Moving on to the second point, liberals often claim that the NEA, and Public Broadcasting, make Americans more creative, and this makes us richer.  While it is unquestionably the case that creativity drives long-term economic growth, it is not the case that art installations, whether they be theaters or art galleries, make people more creative.  Why not?  Because of something called domain-specificity.

Domain-specificity it is the notion that people compartmentalize their skills and reasoning, to a degree.  For example, chess masters have amazing memories when it comes to chess – they can often remember the setup, sequence, and outcome of particular games for decades.  However, many are also absent-minded in their personal lives.  Likewise, they may be good at chess but horrible at other abstract strategy games, like go or pente.  The same thing happens with creativity: engineers who go to the theater are not more creative than those who enjoy solving Sudoku puzzles in their spare time.  Therefore, investments in art are unlikely to make America more creative as a whole.

If it is found that art does increase general creativity, then this would be a valid argument.  However, it would still not support funding the NEA, which provides grants to local artists.  A much more efficient way of distributing said funds would be through some sort of public Netflix-like program, or expanding the scope and content of PBS.  Either way, the NEA would not be a good investment.

From an economic standpoint, arguments in favor of federal funding for the arts are doomed to failure.  But that is not to say that there are not compelling reasons to invest in public art.  For example, many Americans would prefer to spend extra to decorate public buildings, lest we end up constructing more brutalist monstrosities, like Boston's City Hall.

So there is a case to be made for federal arts funding – just not an economic one.

Spencer P Morrison is a J.D. candidate, writer, and independent intellectual with a focus on applied philosophy, empirical history, and practical economics.  He is the author of America Betrayed and editor-in-chief of the National Economics Editorial.

Donald Trump's proposal to scrap federal funding for the National Endowment for the Arts (NEA) and the Corporation for Public Broadcasting has again put him in the cross-hairs of liberal ire.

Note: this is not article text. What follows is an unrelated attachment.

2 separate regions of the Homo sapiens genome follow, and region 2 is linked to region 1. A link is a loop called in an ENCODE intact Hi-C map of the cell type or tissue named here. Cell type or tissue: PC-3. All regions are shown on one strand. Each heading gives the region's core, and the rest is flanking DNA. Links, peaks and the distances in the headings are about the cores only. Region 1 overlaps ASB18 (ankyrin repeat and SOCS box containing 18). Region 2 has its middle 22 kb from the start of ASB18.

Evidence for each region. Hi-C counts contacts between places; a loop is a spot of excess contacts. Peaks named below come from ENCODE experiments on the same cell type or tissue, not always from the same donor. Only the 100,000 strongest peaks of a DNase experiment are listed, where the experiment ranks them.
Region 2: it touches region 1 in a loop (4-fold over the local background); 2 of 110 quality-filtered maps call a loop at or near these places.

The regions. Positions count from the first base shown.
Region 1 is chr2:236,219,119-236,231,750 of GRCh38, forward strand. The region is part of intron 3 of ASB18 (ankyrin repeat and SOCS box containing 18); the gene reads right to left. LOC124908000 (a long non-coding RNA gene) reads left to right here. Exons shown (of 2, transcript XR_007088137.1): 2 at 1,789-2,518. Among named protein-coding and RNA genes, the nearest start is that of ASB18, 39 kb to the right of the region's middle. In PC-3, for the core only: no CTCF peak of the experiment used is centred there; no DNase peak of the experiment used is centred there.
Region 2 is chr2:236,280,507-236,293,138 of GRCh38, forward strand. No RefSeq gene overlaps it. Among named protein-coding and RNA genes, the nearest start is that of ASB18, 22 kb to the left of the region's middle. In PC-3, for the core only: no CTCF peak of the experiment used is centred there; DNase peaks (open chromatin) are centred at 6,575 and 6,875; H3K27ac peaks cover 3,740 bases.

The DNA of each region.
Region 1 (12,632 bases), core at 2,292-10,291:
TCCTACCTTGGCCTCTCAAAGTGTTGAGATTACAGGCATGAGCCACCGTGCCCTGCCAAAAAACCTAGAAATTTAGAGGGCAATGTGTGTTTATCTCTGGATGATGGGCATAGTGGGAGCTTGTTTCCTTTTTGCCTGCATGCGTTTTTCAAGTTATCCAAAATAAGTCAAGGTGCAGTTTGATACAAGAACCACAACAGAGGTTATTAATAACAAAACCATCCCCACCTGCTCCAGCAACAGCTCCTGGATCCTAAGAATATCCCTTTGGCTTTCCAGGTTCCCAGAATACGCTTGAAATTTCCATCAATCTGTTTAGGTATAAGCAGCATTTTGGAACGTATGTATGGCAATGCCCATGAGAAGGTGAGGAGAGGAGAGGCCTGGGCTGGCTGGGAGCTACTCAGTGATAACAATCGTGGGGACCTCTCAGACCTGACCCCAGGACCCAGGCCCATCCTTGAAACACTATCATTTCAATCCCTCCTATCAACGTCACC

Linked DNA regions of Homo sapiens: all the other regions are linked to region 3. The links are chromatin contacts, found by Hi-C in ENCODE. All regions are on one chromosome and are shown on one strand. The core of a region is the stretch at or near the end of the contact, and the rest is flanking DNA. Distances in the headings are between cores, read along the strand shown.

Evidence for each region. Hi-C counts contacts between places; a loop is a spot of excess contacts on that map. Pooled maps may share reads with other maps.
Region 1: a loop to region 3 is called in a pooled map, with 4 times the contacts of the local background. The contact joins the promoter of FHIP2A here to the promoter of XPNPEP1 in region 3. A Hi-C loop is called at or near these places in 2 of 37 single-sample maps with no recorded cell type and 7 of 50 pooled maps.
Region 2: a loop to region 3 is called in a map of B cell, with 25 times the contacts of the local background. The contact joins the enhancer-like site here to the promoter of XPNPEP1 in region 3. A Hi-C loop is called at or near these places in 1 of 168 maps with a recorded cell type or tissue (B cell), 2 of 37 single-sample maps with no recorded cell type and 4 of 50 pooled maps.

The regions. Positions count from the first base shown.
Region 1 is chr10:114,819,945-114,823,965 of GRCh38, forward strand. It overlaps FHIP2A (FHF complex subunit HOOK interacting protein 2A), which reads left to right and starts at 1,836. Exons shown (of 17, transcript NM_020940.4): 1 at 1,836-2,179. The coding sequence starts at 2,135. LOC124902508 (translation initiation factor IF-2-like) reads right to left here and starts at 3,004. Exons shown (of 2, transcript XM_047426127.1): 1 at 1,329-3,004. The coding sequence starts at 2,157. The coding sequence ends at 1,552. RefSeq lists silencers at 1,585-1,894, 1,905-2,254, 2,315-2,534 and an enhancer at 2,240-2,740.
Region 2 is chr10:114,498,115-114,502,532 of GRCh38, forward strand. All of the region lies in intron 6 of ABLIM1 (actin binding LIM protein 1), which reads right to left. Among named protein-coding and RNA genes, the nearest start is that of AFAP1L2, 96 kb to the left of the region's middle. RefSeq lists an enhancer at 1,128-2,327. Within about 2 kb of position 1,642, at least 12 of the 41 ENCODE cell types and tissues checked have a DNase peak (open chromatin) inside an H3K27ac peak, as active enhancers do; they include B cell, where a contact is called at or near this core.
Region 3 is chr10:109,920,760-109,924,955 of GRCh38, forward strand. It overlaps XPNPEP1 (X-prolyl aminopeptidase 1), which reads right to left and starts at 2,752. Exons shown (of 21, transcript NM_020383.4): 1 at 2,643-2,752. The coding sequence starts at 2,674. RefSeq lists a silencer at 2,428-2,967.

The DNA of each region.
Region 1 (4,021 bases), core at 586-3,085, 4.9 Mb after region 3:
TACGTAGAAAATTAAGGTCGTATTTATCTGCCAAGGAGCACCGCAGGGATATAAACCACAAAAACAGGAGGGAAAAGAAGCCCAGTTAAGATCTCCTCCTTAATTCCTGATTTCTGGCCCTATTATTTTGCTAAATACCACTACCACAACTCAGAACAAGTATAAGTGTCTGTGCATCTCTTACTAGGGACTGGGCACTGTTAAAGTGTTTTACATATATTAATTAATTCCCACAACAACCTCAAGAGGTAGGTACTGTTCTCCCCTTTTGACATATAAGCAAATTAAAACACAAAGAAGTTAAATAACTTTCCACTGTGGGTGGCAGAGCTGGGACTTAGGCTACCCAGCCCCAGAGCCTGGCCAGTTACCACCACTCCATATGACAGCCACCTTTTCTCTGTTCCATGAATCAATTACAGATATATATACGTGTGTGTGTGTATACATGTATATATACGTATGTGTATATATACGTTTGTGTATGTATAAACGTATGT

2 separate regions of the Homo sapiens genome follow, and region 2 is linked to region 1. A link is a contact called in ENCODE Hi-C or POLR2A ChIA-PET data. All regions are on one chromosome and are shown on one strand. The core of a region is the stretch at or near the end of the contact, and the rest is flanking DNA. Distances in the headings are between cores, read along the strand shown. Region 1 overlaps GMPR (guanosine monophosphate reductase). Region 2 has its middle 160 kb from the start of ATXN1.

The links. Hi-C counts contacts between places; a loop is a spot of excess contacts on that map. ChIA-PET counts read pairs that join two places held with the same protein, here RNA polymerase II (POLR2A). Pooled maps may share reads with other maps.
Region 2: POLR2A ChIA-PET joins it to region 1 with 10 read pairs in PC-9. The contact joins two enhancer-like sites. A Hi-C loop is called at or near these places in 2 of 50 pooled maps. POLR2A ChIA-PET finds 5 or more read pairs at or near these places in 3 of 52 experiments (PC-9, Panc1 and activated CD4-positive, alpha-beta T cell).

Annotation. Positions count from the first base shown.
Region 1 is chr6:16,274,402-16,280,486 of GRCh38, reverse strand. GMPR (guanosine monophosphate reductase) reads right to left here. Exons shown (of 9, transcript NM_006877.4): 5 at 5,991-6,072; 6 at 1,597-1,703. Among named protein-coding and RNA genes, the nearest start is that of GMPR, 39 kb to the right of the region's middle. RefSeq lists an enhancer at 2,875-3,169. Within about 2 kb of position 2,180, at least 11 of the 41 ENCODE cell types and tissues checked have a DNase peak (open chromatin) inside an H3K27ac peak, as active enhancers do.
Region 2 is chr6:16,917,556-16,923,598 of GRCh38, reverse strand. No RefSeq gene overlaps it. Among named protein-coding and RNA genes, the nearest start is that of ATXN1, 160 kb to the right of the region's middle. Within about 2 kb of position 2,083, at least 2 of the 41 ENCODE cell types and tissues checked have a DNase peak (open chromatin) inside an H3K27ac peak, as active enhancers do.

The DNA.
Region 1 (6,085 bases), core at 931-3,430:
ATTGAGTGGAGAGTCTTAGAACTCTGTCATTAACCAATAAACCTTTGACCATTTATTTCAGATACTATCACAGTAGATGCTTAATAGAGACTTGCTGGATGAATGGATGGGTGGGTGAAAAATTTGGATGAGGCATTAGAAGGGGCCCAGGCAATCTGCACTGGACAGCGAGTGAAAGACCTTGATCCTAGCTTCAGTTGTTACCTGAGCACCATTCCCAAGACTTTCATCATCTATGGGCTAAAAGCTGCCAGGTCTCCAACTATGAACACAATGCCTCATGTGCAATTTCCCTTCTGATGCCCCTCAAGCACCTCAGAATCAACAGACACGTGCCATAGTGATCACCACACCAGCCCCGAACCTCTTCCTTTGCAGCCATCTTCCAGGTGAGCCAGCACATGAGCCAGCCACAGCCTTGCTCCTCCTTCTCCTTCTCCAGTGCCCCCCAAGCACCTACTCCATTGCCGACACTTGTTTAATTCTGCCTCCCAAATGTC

His opponents point out that arts funding represents but a tiny fraction of the federal budget – just one-tenth of one percent – and that cutting it would have a big impact on local communities, without meaningfully reducing America's deficit.

They also argue that funding the arts makes economic sense.  In fact, Patricia Harrison, the president and CEO of the Corporation for Public Broadcasting, goes so far as to claim that "public media is one of America's best investments."  Still others argue that investing in non-profit art makes economic sense because it makes America's workforce more creative, and creativity drives economic growth.

But is any of this true?  Does it really make economic sense for the federal government to invest in the arts?

No.  Gargoyles and Corinthian columns may be great aesthetic investments, but saying they make financial sense is simply untrue.  The claim is based on bad economics and even worse psychology.

The first argument supporters of the NEA or Public Broadcasting inevitably bring up is that non-profit art has a stellar return on investment.  Artist David Byrne, who led the charge condemning Trump, argues that the $741 million provided to the NEA is leveraged into $135 billion in spin-off economic activity.  No, he did not make this number up; it actually comes from a study conducted by the non-profit America for the Arts.  All told, Byrne argues that every $1 invested in non-profit art turns into $182, as if by magic.

If true, it appears that non-profit art is one of the most lucrative investments one could make.  In fact, it is a miracle that Wall Street has not already snapped up every local theater and art gallery in America.  Get in while you can, folks.